verb (used with object), sac·ri·ficed, sac·ri·fic·ing.
verb (used without object), sac·ri·ficed, sac·ri·fic·ing.
Origin of sacrifice
Synonyms for sacrifice
Related Words for sacrificereparation, penance, libation, offering, oblation, deduction, discount, reduction, atonement, suffer, cede, waive, offer, forfeit, drop, renounce, yield, forgo, eschew, spare
Examples from the Web for sacrifice
Contemporary Examples of sacrifice
The courage of this husband and father is a constant reminder of how much some sacrifice for exercising universal rights.Behind Bars for the Holidays: 11 Political Prisoners We Want to See Free In 2015
December 25, 2014
In fact, one the most sacred holiday for Muslims is the sacrifice of Abraham, known as Eid al-Adha.Why Muslims Love Jesus Too
December 23, 2014
They accepted the fact that their party would have to make deals and sacrifice priorities in 2015.‘Cromnibus’ Passes, But Did Anyone Win?
December 12, 2014
It was in Saint-Rémy where Van Gogh sends his brother word of how all his sacrifice may soon be for nothing in this life.Decoding Vincent Van Gogh’s Tempestuous, Fragile Mind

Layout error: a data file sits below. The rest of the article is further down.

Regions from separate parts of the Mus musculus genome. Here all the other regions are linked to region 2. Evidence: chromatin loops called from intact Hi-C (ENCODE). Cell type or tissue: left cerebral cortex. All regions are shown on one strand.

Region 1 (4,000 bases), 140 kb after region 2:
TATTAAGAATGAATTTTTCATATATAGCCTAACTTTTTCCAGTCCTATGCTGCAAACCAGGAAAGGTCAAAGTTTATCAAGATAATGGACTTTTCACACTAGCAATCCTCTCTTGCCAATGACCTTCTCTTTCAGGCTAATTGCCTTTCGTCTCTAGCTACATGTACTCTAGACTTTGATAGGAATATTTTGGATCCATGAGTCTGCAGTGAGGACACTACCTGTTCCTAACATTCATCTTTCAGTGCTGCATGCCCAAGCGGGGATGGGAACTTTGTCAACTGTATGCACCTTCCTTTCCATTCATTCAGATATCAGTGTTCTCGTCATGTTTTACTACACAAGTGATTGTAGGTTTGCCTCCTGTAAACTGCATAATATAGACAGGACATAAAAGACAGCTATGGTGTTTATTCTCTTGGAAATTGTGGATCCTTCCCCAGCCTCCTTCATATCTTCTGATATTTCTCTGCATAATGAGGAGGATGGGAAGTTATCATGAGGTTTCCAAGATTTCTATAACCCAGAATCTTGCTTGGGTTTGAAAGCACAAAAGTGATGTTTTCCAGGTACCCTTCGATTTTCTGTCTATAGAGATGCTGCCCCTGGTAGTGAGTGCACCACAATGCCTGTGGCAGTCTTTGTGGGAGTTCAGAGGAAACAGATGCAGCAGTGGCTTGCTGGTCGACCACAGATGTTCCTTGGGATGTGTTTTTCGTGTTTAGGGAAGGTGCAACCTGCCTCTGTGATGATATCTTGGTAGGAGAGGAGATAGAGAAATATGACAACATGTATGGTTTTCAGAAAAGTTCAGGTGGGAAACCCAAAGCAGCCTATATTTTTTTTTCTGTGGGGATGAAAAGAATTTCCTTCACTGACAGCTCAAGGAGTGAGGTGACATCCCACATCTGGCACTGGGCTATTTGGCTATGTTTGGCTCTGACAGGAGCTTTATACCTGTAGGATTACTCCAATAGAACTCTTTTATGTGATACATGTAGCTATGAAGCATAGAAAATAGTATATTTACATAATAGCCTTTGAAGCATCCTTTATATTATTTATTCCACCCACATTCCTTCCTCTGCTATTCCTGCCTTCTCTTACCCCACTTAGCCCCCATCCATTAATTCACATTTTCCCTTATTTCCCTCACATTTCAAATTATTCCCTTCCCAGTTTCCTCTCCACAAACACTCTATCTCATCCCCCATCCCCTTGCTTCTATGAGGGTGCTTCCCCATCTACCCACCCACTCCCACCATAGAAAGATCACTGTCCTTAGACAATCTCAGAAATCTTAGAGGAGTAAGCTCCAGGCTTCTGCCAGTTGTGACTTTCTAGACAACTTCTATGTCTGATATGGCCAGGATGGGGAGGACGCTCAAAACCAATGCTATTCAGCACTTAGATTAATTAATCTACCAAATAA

December 7, 2014
They sacrifice their shelter to contain the walkers—and Judith gets her first action scene!The Walking Dead’s Midseason Finale Shocker: A Cherished Character Meets a Grisly End
December 1, 2014
Historical Examples of sacrifice
Wild, Quixotic notions of sacrifice flooded his mood of dejection.The Spenders
Harry Leon Wilson
It was easily done, and without any cost or sacrifice of principle.
It was his glory that he could sacrifice it at the call of duty.
It was a way of sacrifice; she was not even sure that it could be done.Grace Harlowe's Return to Overton Campus
Jessie Graham Flower
We will negotiate for it, sacrifice for it; we will not surrender for it—now or ever.
Word Origin for sacrifice
late 13c., "offering of something (especially a life) to a deity as an act of propitiation or homage;" mid-14c., "that which is offered in sacrifice," from Old French sacrifise "sacrifice, offering" (12c.), from Latin sacrificium, from sacrificus "performing priestly functions or sacrifices," from sacra "sacred rites" (properly neuter plural of sacer "sacred;" see sacred) + root of facere "to do, perform" (see factitious).
Latin sacrificium is glossed in Old English by ansegdniss. Sense of "act of giving up one thing for another; something given up for the sake of another" is first recorded 1590s. Baseball sense first attested 1880.
c.1300, "to offer something (to a deity, as a sacrifice)," from sacrifice (n.). Meaning "surrender, give up, suffer to be lost" is from 1706. Related: Sacrificed; sacrificing. Agent noun forms include sacrificer, sacrificator (both 16c., the latter from Latin); and sacrificulist (17c.).